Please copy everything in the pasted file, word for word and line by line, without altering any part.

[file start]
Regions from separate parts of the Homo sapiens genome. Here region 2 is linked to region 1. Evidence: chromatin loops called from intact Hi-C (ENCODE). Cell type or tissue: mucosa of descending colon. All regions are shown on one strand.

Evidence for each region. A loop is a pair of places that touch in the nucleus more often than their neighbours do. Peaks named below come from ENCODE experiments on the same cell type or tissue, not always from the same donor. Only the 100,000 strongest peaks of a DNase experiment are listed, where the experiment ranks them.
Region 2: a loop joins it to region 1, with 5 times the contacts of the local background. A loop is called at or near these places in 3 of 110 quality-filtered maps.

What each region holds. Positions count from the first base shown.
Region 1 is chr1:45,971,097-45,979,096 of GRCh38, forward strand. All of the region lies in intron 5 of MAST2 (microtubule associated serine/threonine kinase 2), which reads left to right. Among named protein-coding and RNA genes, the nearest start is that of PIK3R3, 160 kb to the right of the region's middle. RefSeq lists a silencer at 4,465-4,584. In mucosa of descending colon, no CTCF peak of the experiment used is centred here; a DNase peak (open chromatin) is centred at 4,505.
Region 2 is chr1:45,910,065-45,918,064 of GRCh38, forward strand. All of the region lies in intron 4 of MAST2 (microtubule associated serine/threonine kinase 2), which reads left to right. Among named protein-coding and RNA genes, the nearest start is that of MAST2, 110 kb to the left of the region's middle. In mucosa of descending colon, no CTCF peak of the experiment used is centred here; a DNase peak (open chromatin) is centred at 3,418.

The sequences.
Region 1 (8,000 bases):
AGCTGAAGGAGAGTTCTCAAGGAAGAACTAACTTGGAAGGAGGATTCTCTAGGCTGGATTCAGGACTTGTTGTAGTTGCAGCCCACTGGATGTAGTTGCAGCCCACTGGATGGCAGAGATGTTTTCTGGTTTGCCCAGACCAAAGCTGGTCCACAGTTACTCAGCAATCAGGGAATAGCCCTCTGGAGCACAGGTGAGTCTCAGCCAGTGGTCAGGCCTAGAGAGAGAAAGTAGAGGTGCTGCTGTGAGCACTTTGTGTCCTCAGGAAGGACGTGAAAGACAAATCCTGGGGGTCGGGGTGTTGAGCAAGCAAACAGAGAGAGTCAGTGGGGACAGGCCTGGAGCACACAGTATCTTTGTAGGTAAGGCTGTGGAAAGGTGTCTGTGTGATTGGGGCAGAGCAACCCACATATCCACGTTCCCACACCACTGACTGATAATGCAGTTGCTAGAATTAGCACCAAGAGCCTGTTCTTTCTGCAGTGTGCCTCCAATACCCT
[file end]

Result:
Regions from separate parts of the Homo sapiens genome. Here region 2 is linked to region 1. Evidence: chromatin loops called from intact Hi-C (ENCODE). Cell type or tissue: mucosa of descending colon. All regions are shown on one strand.

Evidence for each region. A loop is a pair of places that touch in the nucleus more often than their neighbours do. Peaks named below come from ENCODE experiments on the same cell type or tissue, not always from the same donor. Only the 100,000 strongest peaks of a DNase experiment are listed, where the experiment ranks them.
Region 2: a loop joins it to region 1, with 5 times the contacts of the local background. A loop is called at or near these places in 3 of 110 quality-filtered maps.

What each region holds. Positions count from the first base shown.
Region 1 is chr1:45,971,097-45,979,096 of GRCh38, forward strand. All of the region lies in intron 5 of MAST2 (microtubule associated serine/threonine kinase 2), which reads left to right. Among named protein-coding and RNA genes, the nearest start is that of PIK3R3, 160 kb to the right of the region's middle. RefSeq lists a silencer at 4,465-4,584. In mucosa of descending colon, no CTCF peak of the experiment used is centred here; a DNase peak (open chromatin) is centred at 4,505.
Region 2 is chr1:45,910,065-45,918,064 of GRCh38, forward strand. All of the region lies in intron 4 of MAST2 (microtubule associated serine/threonine kinase 2), which reads left to right. Among named protein-coding and RNA genes, the nearest start is that of MAST2, 110 kb to the left of the region's middle. In mucosa of descending colon, no CTCF peak of the experiment used is centred here; a DNase peak (open chromatin) is centred at 3,418.

The sequences.
Region 1 (8,000 bases):
AGCTGAAGGAGAGTTCTCAAGGAAGAACTAACTTGGAAGGAGGATTCTCTAGGCTGGATTCAGGACTTGTTGTAGTTGCAGCCCACTGGATGTAGTTGCAGCCCACTGGATGGCAGAGATGTTTTCTGGTTTGCCCAGACCAAAGCTGGTCCACAGTTACTCAGCAATCAGGGAATAGCCCTCTGGAGCACAGGTGAGTCTCAGCCAGTGGTCAGGCCTAGAGAGAGAAAGTAGAGGTGCTGCTGTGAGCACTTTGTGTCCTCAGGAAGGACGTGAAAGACAAATCCTGGGGGTCGGGGTGTTGAGCAAGCAAACAGAGAGAGTCAGTGGGGACAGGCCTGGAGCACACAGTATCTTTGTAGGTAAGGCTGTGGAAAGGTGTCTGTGTGATTGGGGCAGAGCAACCCACATATCCACGTTCCCACACCACTGACTGATAATGCAGTTGCTAGAATTAGCACCAAGAGCCTGTTCTTTCTGCAGTGTGCCTCCAATACCCT